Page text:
We attended the New York Women in Film and Television (NYWIFT) MUSE Awards Luncheon at the Hilton in New York City today only to have our collective breath taken away by the extraordinary loveliness and eloquence of actor/activist/director Marsha Hunt, who received a MUSE Award this year for her courage, dedication and inspiring work on behalf of so many causes, including that of world hunger and poverty. A stunning, vital and unbotoxed beauty at 93, she is the epitome of my idea of true success, a model of integrity, the honoree that shone most boldly and brightly for me.
In her speech, Hunt called women directors to be more compassionate in their vision and to help end the "sclock and shock" trend of current filmmaking. She received a standing ovation and was virtually swamped afterwards by women of all ages in the media and entertainment business.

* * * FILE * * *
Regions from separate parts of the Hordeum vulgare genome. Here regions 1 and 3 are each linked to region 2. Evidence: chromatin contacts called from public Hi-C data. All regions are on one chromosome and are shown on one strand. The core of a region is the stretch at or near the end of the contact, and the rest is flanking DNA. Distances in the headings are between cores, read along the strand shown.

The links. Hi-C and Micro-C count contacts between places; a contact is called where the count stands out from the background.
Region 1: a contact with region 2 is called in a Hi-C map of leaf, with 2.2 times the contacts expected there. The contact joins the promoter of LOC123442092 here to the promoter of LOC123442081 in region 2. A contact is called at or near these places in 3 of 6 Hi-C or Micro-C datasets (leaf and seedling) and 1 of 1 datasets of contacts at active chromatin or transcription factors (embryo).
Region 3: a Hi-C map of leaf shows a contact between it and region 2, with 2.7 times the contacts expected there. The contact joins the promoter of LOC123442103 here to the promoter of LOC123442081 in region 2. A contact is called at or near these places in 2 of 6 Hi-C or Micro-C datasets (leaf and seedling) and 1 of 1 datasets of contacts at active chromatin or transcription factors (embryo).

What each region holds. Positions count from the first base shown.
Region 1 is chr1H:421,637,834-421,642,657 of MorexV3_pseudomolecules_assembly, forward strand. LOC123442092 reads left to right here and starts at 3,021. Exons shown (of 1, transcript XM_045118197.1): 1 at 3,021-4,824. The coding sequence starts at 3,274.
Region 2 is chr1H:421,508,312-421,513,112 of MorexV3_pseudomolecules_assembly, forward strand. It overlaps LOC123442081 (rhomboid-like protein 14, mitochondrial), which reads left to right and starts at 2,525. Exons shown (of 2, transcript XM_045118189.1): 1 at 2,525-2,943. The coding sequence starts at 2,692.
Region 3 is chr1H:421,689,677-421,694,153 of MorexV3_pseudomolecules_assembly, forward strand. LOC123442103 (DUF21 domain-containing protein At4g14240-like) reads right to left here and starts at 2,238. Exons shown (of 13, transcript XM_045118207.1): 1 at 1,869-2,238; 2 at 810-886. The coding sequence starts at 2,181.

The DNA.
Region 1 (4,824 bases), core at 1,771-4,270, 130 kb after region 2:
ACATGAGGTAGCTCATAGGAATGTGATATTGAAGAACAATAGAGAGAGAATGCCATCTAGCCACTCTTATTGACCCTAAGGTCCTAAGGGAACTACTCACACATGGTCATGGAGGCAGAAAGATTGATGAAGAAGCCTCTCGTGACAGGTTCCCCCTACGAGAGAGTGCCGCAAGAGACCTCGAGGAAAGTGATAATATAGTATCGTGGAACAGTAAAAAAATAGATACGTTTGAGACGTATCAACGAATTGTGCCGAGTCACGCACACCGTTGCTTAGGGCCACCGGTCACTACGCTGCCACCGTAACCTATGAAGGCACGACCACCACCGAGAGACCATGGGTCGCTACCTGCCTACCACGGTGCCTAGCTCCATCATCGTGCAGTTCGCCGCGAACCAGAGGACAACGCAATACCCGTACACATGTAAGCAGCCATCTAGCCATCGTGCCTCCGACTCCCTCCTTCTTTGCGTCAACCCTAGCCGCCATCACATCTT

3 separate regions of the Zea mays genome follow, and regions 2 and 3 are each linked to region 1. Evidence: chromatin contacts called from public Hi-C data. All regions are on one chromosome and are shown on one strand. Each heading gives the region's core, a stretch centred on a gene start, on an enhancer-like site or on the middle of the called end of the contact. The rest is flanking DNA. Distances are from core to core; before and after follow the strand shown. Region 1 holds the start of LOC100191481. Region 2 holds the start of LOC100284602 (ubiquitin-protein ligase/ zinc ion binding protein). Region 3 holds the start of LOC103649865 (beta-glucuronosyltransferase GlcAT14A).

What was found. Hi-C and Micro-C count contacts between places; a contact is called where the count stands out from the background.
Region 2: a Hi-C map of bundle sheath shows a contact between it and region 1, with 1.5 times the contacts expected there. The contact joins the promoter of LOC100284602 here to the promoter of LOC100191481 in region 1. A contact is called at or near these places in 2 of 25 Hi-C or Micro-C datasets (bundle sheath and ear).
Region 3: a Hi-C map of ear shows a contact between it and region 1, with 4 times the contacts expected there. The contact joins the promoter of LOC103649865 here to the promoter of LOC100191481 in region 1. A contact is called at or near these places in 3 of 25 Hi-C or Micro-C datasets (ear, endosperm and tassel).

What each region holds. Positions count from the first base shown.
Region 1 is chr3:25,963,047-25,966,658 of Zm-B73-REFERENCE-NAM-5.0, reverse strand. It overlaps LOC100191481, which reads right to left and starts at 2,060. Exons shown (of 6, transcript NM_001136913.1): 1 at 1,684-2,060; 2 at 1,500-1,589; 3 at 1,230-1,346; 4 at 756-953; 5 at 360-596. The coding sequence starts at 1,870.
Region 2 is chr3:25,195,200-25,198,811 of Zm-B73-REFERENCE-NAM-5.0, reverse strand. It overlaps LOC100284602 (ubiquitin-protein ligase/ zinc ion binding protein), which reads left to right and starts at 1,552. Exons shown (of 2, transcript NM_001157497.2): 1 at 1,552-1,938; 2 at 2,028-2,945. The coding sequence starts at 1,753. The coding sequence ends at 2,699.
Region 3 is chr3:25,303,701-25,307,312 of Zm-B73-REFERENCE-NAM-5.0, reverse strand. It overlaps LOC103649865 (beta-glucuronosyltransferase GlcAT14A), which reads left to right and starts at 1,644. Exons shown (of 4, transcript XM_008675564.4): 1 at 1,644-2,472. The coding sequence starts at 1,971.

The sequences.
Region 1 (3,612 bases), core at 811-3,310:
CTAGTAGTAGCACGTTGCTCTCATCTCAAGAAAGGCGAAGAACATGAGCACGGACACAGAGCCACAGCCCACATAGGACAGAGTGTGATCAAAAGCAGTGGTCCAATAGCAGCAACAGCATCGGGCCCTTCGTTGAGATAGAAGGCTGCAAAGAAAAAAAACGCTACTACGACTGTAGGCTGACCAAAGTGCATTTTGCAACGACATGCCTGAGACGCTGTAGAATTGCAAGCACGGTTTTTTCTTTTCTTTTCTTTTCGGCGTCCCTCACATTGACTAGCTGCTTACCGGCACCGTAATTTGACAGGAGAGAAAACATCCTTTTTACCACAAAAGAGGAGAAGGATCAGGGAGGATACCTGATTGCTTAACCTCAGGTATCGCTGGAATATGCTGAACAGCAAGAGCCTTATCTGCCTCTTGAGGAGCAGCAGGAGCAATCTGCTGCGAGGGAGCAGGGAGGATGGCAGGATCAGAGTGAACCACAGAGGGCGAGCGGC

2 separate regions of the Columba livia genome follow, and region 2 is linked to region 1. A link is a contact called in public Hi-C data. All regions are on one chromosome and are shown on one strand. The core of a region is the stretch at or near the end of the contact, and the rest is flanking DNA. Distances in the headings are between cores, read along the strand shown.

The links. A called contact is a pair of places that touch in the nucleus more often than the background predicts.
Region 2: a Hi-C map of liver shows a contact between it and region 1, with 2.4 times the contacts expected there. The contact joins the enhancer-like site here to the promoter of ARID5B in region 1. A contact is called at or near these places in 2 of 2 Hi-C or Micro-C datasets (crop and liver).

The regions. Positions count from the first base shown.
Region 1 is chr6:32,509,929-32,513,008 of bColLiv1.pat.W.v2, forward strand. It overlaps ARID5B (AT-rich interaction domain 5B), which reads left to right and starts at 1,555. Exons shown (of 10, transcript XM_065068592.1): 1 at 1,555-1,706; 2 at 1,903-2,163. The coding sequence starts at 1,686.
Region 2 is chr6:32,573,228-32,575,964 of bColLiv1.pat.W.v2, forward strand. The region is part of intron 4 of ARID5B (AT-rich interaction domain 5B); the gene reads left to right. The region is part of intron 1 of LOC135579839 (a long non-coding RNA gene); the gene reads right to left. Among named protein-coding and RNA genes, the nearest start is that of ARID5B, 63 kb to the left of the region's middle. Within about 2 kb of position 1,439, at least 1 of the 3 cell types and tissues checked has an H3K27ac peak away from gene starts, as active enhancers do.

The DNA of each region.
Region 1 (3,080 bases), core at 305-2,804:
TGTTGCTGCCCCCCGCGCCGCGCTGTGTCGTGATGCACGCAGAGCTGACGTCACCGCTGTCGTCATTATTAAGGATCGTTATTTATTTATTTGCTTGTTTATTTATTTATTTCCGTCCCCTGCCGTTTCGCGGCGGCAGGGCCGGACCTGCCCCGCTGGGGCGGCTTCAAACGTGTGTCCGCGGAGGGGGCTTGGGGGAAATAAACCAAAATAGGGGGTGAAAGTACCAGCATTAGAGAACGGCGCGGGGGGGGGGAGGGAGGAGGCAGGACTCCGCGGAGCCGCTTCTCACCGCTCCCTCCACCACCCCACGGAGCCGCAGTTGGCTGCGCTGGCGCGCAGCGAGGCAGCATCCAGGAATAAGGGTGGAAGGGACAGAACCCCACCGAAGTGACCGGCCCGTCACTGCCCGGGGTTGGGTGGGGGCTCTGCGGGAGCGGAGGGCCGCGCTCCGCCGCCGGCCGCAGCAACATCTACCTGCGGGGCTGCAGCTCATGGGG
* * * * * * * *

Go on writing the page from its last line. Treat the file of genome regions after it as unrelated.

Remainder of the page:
Hunt, who signed on with Paramount Pictures in 1934 at the age of 18, starred in more than 50 films before being stopped short by McCarthyism in the 1950s. She was among 30 well known Hollywood personalities that included Danny Kaye, John Huston and Lauren Bacall who flew to D.C. to protest Congress and were asked to denounce their activities. Hunt refused -- not in order to support Communism, but to defend her basic rights of speech and freedom. She remains a concerned activist on issues such as poverty, peace and global pollution, serves on numerous Boards, including a board of mental health center in San Fernando Valley and has been aligned with the United Nations helping communities around the world for years. Since 1980, she has been the honorary mayor of Sherman Oaks, California. Marsha Hunt's Sweet Adversity, a documentary about her life by Zelda Can Dance Productions has just been completed, and we also met director/producer Roger C. Memos, who flew in from Los Angeles for the NYWIFT event.
For more information about Hunt or the documentary about her life and work, see http://www.hollywoodandart.com/zeldacandance.html